Referring now to FIG. 2, one example is depicted of an optical medium labeled with removal of material from a non-storage side at not greater than a predetermined depth. A high definition Blu-Ray DVD optical medium 14 has a relatively small write depth 28 so that information 30 read from or written to optical medium 14 is located proximate the storage side 18. The remainder of thickness 16, which is approximately 1.2 mm, is unused in the reading and writing process applied by laser 24. Thus, the label depth 34, representing the difference of the thickness 16 less the write depth 28, allows an area for physical manipulation and modification of the polycarbonate material without impact on the ability of laser 24 to interact with information 30. For instance, an etching or dot-matrix tool marks label side 30 with indentations 36 that form a label, such as an image, letter or Braille letter. The indentations may themselves have an image form, as depicted by indention 38 having a curved removal of material, with the removal of material carving a bas-relief image. The interior surfaces of indentations 36 and 38 are optionally highlighted with various colors to emphasis the label. The indentations are alternatively filled with clear or colored material to emphasize a visual effect. For instance, indentation 40 is over-filled with material to form an upwardly protruding Braille image. Alternatively, indentation 40 is filled to the original label side surface. Filling in indentations with clear material emphasizes underlying visual effects while filling in indentations with colored material creates visual effects. An advantage to filling in indentations is that the balance of the optical disc while spinning is not disturbed by an uneven weight distribution from missing polycarbonate material.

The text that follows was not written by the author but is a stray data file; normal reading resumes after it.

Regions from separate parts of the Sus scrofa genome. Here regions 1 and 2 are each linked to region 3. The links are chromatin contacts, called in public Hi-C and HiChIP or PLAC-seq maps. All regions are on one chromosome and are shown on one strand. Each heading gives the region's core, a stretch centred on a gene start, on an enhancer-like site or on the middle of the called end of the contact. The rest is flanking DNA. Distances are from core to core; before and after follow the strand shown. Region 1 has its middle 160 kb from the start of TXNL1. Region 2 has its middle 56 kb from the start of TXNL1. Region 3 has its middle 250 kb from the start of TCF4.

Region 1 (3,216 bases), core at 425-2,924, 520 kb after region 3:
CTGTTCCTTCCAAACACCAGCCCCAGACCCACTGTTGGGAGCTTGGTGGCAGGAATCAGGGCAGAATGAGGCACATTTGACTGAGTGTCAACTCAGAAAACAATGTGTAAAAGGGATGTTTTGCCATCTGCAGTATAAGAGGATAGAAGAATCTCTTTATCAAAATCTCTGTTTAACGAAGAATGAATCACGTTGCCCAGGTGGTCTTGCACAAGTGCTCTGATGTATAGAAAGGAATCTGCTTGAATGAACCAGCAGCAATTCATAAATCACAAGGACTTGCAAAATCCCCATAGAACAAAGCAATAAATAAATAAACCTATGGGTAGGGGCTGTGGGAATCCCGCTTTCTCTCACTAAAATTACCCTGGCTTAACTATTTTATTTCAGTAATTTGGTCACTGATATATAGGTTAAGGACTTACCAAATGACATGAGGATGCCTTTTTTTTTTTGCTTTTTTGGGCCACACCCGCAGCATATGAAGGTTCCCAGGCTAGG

Referring now to FIG. 3, a top view depicts an optical medium 14 having a letter label 44 and a Braille label 46 presented by removal and/or attachment of material at label side 30. Letter label 44 is optionally presented with a number of visual effects, such as removing material to form the letters, coloring in over the removed material, refilling the removed material with clear material and/or refilling the removed material with colored material. Similar visual effects are achieved for artistic images, such as bas-relief images craved or otherwise formed in the polycarbonate. Braille letters 46 are formed similarly or, alternatively raised above the original label surface 30. If necessary to support raised Braille letters, the thickness 16 is reduced so that the thickness 16 plus the upward projection of the Braille letters falls within defined standard thickness. Labels may be formed at manufacture of an optical medium, either before or after information is stamped into the optical medium, or formed after manufacture by etching label surface 30. Further, information may be written to or read from optical medium 14 either before or after formation of the label since lasers focus on the information through the thickness of the optical medium without interference from physical modifications made to the polycarbonate between the write depth and the label surface.